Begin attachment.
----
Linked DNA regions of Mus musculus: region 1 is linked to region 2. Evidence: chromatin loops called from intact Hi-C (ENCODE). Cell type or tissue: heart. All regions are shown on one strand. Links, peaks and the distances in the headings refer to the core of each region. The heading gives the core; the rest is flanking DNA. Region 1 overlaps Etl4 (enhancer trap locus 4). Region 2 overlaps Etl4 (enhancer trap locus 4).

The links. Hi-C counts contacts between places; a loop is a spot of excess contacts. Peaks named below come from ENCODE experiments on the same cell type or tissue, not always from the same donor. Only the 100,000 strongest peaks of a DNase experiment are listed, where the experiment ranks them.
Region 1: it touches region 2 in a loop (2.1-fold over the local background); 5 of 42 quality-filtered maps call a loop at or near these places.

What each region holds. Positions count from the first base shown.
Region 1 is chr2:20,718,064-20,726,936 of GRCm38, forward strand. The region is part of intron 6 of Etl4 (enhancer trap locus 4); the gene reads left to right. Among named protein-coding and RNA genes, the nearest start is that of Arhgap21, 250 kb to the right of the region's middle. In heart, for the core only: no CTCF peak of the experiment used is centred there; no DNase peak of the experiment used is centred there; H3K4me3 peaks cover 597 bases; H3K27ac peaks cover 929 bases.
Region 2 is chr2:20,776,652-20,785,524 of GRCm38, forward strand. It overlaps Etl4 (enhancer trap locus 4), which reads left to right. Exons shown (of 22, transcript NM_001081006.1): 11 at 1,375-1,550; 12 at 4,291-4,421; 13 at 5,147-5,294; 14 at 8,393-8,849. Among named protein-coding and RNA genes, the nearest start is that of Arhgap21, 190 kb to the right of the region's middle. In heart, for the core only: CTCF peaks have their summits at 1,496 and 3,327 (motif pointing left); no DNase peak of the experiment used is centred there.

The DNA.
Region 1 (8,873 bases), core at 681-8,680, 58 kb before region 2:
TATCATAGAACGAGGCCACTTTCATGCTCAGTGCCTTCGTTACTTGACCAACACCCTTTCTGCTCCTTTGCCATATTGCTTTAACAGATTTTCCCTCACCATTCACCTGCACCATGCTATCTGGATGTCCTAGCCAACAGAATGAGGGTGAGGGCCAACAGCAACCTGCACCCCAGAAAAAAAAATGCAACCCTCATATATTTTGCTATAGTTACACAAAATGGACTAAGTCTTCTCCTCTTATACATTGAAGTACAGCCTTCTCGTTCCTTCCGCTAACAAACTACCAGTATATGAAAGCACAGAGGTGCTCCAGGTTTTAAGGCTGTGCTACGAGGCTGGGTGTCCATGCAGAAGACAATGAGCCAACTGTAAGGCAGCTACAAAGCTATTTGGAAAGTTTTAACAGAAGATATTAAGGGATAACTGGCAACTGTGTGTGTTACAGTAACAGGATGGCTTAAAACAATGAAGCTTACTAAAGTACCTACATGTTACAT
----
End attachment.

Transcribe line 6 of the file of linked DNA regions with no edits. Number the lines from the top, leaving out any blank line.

Region 2 is chr2:20,776,652-20,785,524 of GRCm38, forward strand. It overlaps Etl4 (enhancer trap locus 4), which reads left to right. Exons shown (of 22, transcript NM_001081006.1): 11 at 1,375-1,550; 12 at 4,291-4,421; 13 at 5,147-5,294; 14 at 8,393-8,849. Among named protein-coding and RNA genes, the nearest start is that of Arhgap21, 190 kb to the right of the region's middle. In heart, for the core only: CTCF peaks have their summits at 1,496 and 3,327 (motif pointing left); no DNase peak of the experiment used is centred there.